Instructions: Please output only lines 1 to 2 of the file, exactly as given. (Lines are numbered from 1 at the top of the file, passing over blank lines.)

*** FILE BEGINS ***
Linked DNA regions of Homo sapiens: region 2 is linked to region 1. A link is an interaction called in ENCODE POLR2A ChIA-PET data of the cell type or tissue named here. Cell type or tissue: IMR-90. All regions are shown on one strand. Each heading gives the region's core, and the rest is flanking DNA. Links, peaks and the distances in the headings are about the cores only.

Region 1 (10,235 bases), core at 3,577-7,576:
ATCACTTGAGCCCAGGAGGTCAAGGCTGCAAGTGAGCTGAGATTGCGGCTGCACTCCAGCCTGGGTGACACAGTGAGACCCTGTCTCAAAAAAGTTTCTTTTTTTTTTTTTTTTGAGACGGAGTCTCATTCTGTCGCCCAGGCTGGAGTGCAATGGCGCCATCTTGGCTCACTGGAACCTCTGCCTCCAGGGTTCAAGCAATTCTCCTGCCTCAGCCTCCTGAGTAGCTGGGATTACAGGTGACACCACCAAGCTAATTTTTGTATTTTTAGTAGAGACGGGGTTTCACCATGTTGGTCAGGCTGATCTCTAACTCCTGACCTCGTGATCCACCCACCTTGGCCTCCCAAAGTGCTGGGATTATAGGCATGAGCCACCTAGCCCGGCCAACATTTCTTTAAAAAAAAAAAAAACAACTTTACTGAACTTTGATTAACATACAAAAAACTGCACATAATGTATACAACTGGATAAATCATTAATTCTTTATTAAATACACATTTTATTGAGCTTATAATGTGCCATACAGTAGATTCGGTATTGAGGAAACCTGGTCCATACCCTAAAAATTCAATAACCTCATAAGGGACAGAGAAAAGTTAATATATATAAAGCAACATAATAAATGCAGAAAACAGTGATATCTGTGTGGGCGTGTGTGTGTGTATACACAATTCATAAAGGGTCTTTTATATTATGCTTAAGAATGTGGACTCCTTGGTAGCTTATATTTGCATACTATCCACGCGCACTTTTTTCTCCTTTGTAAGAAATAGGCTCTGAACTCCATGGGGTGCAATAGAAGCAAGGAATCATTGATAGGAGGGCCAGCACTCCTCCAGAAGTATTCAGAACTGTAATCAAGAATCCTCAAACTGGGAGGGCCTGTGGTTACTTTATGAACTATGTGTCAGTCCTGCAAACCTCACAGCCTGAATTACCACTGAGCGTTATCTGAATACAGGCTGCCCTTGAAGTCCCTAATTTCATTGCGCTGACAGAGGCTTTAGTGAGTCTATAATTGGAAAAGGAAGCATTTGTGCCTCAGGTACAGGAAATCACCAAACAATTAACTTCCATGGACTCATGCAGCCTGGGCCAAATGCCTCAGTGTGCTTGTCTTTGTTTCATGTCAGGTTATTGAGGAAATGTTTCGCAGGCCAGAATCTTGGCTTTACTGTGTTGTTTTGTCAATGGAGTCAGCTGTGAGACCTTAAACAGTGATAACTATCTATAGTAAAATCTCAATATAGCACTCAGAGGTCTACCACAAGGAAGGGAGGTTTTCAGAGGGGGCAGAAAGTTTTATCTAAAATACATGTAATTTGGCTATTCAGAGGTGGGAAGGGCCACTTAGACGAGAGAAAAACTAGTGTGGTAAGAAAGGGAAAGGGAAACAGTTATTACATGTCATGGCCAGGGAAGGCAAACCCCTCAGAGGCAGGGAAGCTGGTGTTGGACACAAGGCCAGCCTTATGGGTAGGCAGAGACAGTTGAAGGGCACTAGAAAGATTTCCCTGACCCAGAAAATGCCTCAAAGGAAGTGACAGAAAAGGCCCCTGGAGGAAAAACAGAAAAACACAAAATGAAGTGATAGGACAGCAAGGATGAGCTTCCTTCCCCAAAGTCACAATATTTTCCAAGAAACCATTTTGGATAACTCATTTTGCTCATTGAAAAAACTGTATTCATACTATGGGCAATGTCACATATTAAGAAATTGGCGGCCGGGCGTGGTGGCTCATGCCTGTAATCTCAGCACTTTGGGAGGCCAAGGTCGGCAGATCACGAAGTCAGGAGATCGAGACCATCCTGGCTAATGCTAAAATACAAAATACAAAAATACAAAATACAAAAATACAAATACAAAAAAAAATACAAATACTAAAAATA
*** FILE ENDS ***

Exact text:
Linked DNA regions of Homo sapiens: region 2 is linked to region 1. A link is an interaction called in ENCODE POLR2A ChIA-PET data of the cell type or tissue named here. Cell type or tissue: IMR-90. All regions are shown on one strand. Each heading gives the region's core, and the rest is flanking DNA. Links, peaks and the distances in the headings are about the cores only.

Region 1 (10,235 bases), core at 3,577-7,576: